Thanks for your detailed reply too Thantsants, I don't think I've tried to "properly" paint a greenskin before this years Orctober event.....even though I won't be able to finish my single mini in time! But I've got a great big bunch of Space Orks I want to do justice & I really like how yours turn out.


    3. Certainly the most recent stuff - just glazes of ink over the white brush and black ink wash. I feel it's a bit cheaty but you get good results and fast!

      I should also say that the old citadel inks seem to have really good coverage - I have to water them down quite a bit and add matte medium. The vallejo inks are pretty good too though.

      I look forward to seeing how your Green Meanies turn out.

  4. I was reading another forum a few months back, where a guy was doing just this very thing, but he was using inks to paint the mini up almost exclusively. He did a bunch of those mounted Death Korps guys from GW & they returned out great!

    I must say -as a general comment- I'm all for getting good results, no matter what the method involved is. There's quite a lot of snobbery in the miniature painting community when it comes to painting etiquette.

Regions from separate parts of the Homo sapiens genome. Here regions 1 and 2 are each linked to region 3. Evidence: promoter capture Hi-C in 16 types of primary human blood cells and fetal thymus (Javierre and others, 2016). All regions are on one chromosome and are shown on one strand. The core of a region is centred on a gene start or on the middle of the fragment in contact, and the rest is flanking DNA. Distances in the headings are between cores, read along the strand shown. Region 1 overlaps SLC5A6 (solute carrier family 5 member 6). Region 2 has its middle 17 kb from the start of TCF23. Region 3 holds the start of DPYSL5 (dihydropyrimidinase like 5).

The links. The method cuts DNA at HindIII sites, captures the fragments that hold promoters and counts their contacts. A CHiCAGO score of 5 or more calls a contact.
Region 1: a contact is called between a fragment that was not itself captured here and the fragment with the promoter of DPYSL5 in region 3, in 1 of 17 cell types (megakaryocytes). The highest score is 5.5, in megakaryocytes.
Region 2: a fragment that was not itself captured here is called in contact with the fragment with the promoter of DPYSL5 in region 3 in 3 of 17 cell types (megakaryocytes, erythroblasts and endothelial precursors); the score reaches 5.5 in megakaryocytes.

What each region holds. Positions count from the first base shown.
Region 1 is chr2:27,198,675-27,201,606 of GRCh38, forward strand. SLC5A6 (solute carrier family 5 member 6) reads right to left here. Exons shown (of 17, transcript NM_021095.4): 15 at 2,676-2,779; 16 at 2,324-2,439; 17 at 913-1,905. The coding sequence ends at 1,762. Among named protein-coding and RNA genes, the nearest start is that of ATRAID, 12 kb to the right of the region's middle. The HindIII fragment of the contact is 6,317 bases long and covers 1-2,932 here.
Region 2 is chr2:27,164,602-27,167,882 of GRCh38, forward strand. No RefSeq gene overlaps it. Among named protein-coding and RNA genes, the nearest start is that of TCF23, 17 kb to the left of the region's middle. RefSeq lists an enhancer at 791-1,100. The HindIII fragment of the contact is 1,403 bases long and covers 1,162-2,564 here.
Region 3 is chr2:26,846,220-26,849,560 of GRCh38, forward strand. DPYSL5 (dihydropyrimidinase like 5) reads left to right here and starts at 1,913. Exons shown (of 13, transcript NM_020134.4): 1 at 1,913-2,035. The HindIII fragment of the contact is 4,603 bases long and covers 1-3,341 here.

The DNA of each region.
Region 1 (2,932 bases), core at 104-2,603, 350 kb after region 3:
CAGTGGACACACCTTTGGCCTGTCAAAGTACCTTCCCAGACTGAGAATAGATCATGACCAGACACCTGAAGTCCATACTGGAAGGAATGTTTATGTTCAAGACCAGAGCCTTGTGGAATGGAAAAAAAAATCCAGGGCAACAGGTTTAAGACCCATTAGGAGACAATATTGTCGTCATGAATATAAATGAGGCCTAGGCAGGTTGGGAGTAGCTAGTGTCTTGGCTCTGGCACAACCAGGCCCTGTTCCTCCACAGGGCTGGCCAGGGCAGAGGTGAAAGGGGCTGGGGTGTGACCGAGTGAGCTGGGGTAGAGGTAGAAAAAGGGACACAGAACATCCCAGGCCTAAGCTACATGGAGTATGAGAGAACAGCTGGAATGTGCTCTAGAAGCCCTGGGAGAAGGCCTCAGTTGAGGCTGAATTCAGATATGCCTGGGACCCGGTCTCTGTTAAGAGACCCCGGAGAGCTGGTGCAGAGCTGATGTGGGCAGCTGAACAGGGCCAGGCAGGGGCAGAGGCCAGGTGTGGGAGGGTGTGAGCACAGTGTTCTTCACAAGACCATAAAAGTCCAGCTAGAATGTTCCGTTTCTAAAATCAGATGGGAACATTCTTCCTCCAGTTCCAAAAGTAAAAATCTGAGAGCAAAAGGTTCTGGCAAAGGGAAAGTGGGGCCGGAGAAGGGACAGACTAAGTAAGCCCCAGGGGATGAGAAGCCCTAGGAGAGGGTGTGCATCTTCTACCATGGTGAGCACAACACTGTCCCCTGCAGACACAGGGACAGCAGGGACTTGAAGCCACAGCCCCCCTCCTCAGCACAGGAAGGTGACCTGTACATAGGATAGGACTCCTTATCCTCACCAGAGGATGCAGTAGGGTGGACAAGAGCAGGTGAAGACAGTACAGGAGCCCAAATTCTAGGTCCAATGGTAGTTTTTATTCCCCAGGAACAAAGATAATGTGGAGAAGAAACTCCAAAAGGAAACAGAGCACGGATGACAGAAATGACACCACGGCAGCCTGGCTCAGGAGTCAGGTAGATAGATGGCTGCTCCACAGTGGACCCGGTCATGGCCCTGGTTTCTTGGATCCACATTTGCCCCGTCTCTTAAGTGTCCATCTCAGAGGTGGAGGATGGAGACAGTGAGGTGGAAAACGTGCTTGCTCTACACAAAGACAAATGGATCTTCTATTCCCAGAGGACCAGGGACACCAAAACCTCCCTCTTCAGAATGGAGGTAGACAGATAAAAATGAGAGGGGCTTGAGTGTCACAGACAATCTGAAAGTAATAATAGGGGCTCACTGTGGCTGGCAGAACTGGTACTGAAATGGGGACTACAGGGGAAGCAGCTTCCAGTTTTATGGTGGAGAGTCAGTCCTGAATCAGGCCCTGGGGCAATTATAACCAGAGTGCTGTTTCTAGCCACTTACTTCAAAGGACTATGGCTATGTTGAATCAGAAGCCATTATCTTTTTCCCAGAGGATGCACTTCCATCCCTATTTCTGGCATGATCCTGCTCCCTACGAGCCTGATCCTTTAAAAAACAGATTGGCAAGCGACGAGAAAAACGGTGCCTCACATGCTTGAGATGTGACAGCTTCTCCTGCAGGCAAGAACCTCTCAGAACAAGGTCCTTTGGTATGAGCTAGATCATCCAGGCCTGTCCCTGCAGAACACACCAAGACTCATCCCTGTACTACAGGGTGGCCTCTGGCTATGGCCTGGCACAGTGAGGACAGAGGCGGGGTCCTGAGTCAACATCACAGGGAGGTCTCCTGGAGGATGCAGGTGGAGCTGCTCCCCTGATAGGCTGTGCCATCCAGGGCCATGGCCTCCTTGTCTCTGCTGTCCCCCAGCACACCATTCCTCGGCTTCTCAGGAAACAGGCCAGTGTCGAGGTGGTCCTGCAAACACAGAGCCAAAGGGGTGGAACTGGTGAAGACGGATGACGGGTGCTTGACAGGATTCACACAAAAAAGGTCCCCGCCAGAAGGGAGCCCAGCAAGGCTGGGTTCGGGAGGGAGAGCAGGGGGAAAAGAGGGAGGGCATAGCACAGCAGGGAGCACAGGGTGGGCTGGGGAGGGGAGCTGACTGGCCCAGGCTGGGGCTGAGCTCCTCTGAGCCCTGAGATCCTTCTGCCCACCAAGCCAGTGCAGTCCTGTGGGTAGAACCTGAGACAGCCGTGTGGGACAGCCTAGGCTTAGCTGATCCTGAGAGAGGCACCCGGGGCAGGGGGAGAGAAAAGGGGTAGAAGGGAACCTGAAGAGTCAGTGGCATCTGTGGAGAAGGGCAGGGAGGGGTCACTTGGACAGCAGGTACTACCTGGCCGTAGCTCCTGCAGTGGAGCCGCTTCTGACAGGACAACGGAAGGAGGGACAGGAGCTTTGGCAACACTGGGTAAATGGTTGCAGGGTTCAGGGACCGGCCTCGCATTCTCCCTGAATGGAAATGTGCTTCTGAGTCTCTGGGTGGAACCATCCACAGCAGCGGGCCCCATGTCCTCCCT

Personally I think it's just a jealousy thing, where someone has achieved the same (or better) results using "unorthodox" methods in a quarter of the time it took them to paint it up the usual way.

    But those same people that look down on the "cheaters" are very quick to forget how the old Eavy Metal guys used to cheat all the time to achieve awesome results i.e. Crayon's to highlight, woodstain to shade, illustrator's inks that were meant for paper etc etc. Christ, any ink or wash is a"cheat" if you think about it, coz your shading without layering paint on with your paintbrush!

    As far as the old Citadel inks are concerned, yeah they do have quite a lot of pigment, but I've noticed some of the newer alternative brands do as well. I've got some Vallejo Game Inks that are really strong too. I think it's a bit of a hit & miss generally, some inks in one companies range are strong, while others in the same range are weak.

    Anyway, that's enough of a waffle from me for now :)

    Thanks for your advice & I'll be giving the ink wash painting method a go real soon.


    1. If your interested, I found the forum post where the guy show's his painting technique;